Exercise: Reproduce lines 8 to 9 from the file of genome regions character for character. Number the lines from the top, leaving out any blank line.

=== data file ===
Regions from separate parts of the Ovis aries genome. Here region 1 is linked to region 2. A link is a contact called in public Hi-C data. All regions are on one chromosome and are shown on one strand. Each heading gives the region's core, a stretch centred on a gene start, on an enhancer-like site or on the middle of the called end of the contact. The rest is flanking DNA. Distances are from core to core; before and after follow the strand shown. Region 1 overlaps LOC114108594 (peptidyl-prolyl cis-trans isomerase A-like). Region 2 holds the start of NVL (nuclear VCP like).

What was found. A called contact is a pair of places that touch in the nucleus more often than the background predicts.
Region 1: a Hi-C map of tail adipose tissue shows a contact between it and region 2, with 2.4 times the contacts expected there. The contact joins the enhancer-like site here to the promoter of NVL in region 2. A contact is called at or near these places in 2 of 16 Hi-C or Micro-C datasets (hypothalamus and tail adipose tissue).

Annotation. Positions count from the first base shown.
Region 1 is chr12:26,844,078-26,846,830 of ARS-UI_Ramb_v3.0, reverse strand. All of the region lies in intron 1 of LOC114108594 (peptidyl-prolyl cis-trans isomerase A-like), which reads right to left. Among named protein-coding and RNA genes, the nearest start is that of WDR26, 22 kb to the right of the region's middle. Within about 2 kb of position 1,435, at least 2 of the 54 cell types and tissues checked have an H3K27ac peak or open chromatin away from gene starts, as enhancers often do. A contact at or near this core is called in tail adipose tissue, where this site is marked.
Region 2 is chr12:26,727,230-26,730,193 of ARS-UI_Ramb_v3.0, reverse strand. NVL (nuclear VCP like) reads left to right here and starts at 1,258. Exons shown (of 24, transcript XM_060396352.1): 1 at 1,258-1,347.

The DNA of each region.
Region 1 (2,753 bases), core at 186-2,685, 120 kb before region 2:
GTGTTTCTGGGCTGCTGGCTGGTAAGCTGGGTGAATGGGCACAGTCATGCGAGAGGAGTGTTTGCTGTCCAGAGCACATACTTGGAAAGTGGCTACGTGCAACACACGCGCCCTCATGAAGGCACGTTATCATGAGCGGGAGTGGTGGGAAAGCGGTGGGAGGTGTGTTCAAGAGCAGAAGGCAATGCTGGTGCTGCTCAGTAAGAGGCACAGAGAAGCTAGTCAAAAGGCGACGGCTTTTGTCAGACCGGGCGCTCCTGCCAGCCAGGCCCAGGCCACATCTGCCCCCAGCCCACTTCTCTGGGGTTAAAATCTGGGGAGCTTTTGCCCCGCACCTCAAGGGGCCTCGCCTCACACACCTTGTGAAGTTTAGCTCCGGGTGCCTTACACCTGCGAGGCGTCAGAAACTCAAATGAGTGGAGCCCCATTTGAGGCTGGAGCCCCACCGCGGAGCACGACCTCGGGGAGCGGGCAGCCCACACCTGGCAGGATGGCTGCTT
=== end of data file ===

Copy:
Region 1 (2,753 bases), core at 186-2,685, 120 kb before region 2:
GTGTTTCTGGGCTGCTGGCTGGTAAGCTGGGTGAATGGGCACAGTCATGCGAGAGGAGTGTTTGCTGTCCAGAGCACATACTTGGAAAGTGGCTACGTGCAACACACGCGCCCTCATGAAGGCACGTTATCATGAGCGGGAGTGGTGGGAAAGCGGTGGGAGGTGTGTTCAAGAGCAGAAGGCAATGCTGGTGCTGCTCAGTAAGAGGCACAGAGAAGCTAGTCAAAAGGCGACGGCTTTTGTCAGACCGGGCGCTCCTGCCAGCCAGGCCCAGGCCACATCTGCCCCCAGCCCACTTCTCTGGGGTTAAAATCTGGGGAGCTTTTGCCCCGCACCTCAAGGGGCCTCGCCTCACACACCTTGTGAAGTTTAGCTCCGGGTGCCTTACACCTGCGAGGCGTCAGAAACTCAAATGAGTGGAGCCCCATTTGAGGCTGGAGCCCCACCGCGGAGCACGACCTCGGGGAGCGGGCAGCCCACACCTGGCAGGATGGCTGCTT